Moreover, net premium is the amount obtained by deducting the agent’s commission from the premium amount. It is the premium sum required to cover the losses anticipated before considering to deal with other several expenses. Net premiums earned are the modification of new premiums written with the intention of increasing or decreasing the liability of the company for premiums unearned throughout the year.

An insurance company that increases its business each year will often have earned premiums that are lesser than the premiums written. Having this higher volume, premiums are then viewed as fully paid since the creation of the said policy. This is intended for the company to establish premiums that represent the unexpired provisions of the specified policies. However, net premiums written characterize gross premiums that are written, direct, and assumed in reinsurance, minus the reinsurance ceded.

A ratio to measure the insurer’s ability to take in losses that are above the average as well as his financial power is called the premium to surplus ratio. It can be computed through dividing the net premiums written by the surplus. For instance, a business having $6 of net premiums written for each $3 surplus has a premium to surplus ratio of 2-to-1. A lower ratio depicts greater financial strength for the company. As a rule, state regulators set up less than 3-to-1 premium surplus ratio to be adhered by insurance companies.

Policyholder Surplus

Policyholder Surplus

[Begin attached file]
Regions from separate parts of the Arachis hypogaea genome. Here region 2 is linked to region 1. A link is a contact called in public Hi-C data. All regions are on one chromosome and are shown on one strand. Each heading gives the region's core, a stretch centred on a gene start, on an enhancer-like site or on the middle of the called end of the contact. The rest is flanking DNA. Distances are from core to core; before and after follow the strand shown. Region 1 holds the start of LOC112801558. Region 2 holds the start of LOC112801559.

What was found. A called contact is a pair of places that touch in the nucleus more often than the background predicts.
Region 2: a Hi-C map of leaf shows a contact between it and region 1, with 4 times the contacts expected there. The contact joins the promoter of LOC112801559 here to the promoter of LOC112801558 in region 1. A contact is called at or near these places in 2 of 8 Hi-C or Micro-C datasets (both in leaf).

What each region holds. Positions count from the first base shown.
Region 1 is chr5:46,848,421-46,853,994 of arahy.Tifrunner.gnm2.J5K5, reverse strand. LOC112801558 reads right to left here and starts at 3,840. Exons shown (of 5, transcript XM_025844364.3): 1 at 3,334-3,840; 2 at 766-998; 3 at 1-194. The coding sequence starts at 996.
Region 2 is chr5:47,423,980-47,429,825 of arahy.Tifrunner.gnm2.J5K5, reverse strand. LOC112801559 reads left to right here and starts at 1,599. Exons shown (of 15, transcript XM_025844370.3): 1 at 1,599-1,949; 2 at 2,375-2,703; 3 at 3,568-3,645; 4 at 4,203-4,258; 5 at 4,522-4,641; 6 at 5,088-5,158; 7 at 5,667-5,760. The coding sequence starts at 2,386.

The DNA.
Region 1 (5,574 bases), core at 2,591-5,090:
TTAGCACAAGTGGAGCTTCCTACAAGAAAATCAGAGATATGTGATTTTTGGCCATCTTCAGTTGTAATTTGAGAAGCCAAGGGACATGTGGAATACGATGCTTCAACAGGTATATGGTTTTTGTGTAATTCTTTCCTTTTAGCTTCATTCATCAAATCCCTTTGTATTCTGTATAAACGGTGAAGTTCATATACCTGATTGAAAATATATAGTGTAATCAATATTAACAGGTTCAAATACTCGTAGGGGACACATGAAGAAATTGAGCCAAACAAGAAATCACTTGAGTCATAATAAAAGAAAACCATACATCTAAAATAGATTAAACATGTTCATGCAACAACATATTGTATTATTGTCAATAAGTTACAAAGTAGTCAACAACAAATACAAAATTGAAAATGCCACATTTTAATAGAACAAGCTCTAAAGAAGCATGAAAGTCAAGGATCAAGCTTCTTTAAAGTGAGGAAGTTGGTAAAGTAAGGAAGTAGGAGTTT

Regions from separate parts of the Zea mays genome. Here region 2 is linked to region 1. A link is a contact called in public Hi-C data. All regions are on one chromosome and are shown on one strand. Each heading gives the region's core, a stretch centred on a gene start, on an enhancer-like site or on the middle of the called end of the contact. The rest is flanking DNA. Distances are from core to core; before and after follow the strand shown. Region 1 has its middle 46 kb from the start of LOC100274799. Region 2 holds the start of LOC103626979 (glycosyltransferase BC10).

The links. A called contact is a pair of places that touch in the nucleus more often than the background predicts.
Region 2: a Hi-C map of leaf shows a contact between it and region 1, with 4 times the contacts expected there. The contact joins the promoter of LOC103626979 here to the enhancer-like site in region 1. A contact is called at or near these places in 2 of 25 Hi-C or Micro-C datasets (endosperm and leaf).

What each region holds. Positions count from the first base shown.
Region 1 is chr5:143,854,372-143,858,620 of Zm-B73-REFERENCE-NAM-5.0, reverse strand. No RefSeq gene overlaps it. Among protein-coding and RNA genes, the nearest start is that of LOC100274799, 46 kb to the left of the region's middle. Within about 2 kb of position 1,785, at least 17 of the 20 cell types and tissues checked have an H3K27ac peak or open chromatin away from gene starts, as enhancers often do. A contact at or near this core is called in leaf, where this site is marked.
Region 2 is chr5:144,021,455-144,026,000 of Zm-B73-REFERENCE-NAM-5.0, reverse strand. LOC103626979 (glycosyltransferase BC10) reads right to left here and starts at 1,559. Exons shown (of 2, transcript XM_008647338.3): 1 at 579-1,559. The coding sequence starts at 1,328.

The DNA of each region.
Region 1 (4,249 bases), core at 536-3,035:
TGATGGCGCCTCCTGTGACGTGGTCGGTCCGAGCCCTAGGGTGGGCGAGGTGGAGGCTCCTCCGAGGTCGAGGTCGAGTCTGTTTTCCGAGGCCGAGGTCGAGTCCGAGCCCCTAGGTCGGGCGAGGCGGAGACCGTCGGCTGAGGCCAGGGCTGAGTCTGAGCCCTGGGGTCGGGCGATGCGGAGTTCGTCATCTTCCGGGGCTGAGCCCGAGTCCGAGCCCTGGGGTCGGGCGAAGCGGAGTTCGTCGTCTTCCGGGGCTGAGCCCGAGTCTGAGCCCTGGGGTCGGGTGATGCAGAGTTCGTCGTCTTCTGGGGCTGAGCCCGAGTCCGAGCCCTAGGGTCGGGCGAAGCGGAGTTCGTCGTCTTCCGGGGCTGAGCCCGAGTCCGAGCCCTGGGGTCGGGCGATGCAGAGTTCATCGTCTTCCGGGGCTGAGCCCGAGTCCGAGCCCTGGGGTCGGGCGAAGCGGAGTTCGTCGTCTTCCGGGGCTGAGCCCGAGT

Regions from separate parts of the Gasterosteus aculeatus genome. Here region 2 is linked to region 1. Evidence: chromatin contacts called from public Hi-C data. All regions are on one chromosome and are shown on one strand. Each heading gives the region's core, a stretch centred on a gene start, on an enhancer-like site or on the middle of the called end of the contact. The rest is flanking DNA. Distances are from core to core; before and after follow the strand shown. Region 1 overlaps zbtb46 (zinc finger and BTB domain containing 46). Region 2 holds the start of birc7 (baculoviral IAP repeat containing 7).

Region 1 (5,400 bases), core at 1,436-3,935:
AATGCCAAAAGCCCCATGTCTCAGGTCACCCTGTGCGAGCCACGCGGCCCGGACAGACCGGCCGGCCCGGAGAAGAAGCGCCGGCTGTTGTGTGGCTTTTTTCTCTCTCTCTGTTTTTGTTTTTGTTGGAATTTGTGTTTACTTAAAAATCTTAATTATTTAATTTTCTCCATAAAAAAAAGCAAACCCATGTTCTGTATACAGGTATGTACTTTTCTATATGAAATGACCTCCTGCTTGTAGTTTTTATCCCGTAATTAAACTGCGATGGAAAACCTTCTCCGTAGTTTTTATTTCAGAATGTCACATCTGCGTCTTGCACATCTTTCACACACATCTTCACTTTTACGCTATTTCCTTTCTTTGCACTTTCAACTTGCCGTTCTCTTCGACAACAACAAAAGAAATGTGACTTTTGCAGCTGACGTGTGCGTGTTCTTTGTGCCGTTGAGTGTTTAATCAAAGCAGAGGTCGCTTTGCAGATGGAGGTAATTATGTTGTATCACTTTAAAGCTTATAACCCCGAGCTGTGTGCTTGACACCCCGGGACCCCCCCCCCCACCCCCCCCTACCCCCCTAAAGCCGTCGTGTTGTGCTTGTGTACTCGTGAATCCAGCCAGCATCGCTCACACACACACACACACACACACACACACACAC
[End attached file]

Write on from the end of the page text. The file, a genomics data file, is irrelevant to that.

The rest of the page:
In general, surplus refers to a number in excess of what is needed. It means the quantity that remains when the need or use of a particular supply is gratified. It may also be termed as excess. In the government, a surplus indicates a figure in public treasury funds that is larger than what is necessitated for regular government purposes at a given time. Surplus is also a term widely used in economics for various related measures. In accounting, surplus depicts a different meaning. It is the difference obtained by deducting the company’s total liabilities from the total assets; the remainder of receipts in excess of expenses; and the difference between a company’s net assets and the capital stock’s face value.

In insurance, the term surplus characterizes diverse meanings. A surplus account signifies an insurance company’s assets less its liabilities. The term surplus lines, in the regular insurance market, means an insurance coverage that is unavailable from a company that is admitted in the said market. In the reinsurance market, surplus lines imply a contract between the ceding company and the reinsurer that has an agreement based on the former’s line guide, in which case the reinsured amount is expressed in number lines. The number line is the retention amount’s terms of multiples.